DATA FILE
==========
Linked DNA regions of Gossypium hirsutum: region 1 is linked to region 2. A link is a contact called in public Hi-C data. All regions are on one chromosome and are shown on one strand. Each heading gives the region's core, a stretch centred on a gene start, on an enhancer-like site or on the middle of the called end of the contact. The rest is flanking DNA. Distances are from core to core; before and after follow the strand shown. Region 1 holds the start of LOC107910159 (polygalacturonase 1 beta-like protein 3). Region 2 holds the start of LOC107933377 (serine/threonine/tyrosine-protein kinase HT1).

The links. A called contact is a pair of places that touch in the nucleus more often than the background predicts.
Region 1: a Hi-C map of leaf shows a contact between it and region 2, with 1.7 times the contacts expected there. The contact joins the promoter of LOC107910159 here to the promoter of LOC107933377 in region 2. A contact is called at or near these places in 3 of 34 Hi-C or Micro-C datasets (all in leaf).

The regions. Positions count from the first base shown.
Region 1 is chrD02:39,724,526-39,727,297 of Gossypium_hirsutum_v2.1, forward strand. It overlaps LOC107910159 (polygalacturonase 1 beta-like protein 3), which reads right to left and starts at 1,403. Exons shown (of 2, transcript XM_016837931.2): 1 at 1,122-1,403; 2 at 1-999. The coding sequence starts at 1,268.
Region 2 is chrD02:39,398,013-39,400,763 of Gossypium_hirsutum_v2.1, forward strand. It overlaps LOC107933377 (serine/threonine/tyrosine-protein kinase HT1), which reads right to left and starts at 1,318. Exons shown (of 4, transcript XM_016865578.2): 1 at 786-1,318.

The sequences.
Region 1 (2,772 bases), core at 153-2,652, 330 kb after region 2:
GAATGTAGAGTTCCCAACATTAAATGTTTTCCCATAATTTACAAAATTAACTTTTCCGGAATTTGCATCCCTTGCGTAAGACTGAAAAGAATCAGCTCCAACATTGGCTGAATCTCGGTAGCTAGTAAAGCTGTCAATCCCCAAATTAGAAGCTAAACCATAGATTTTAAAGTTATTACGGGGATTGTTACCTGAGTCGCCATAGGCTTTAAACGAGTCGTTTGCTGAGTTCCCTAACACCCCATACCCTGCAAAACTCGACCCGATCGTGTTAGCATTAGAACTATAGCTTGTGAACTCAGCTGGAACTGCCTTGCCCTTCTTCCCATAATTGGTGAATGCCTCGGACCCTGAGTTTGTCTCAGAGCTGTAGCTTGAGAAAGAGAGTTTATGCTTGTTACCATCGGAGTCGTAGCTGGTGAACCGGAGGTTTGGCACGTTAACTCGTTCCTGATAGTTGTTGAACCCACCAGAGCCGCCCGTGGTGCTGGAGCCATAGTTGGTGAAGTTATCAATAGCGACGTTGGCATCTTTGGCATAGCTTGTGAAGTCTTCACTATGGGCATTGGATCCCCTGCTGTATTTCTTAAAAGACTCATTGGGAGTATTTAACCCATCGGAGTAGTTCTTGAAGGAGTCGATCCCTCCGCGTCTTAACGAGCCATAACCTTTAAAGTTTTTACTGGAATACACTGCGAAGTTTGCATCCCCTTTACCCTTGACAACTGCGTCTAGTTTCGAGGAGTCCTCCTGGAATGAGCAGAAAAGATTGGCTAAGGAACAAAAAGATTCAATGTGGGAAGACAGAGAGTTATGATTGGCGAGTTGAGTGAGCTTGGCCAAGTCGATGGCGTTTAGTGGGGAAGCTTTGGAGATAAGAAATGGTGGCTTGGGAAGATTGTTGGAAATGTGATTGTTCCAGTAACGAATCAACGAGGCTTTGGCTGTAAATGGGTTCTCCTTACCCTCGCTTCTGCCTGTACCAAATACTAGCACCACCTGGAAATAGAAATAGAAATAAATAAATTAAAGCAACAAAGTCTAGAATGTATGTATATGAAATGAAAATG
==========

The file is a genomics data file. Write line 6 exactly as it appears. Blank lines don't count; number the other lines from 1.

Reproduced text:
Region 2 is chrD02:39,398,013-39,400,763 of Gossypium_hirsutum_v2.1, forward strand. It overlaps LOC107933377 (serine/threonine/tyrosine-protein kinase HT1), which reads right to left and starts at 1,318. Exons shown (of 4, transcript XM_016865578.2): 1 at 786-1,318.